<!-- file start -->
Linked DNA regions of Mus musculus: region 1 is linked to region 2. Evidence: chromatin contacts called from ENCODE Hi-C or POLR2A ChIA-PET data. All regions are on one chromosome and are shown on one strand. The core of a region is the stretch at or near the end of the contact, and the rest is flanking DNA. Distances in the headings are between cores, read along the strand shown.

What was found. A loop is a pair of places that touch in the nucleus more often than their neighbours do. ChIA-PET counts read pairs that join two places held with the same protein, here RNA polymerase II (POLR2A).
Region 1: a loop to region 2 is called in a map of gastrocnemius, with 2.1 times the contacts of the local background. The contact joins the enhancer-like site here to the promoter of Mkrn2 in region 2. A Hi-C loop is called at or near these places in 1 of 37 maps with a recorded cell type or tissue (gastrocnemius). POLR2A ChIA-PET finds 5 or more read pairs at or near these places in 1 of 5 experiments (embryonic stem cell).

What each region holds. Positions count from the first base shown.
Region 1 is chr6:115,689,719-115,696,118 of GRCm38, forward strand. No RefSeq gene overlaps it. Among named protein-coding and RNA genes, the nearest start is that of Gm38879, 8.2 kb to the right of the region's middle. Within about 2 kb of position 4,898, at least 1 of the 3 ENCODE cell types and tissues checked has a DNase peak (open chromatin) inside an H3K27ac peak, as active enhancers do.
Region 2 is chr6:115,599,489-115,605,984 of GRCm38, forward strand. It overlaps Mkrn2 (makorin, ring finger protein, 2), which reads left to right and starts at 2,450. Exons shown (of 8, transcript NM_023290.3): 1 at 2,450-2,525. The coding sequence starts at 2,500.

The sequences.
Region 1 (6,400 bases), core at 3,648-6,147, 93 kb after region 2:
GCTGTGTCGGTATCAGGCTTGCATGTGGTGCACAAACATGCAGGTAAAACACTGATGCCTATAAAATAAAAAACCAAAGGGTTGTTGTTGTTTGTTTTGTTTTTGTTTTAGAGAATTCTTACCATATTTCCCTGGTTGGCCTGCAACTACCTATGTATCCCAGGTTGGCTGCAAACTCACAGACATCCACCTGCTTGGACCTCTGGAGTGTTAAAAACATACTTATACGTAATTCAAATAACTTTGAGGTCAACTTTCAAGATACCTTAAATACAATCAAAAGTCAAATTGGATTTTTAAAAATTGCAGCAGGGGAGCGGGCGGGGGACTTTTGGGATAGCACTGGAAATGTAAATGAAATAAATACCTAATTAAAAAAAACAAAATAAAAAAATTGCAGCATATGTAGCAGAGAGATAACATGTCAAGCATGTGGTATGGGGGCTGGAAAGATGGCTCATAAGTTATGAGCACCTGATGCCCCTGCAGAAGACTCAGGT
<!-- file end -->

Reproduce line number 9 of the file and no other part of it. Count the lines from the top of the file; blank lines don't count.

GCTGTGTCGGTATCAGGCTTGCATGTGGTGCACAAACATGCAGGTAAAACACTGATGCCTATAAAATAAAAAACCAAAGGGTTGTTGTTGTTTGTTTTGTTTTTGTTTTAGAGAATTCTTACCATATTTCCCTGGTTGGCCTGCAACTACCTATGTATCCCAGGTTGGCTGCAAACTCACAGACATCCACCTGCTTGGACCTCTGGAGTGTTAAAAACATACTTATACGTAATTCAAATAACTTTGAGGTCAACTTTCAAGATACCTTAAATACAATCAAAAGTCAAATTGGATTTTTAAAAATTGCAGCAGGGGAGCGGGCGGGGGACTTTTGGGATAGCACTGGAAATGTAAATGAAATAAATACCTAATTAAAAAAAACAAAATAAAAAAATTGCAGCATATGTAGCAGAGAGATAACATGTCAAGCATGTGGTATGGGGGCTGGAAAGATGGCTCATAAGTTATGAGCACCTGATGCCCCTGCAGAAGACTCAGGT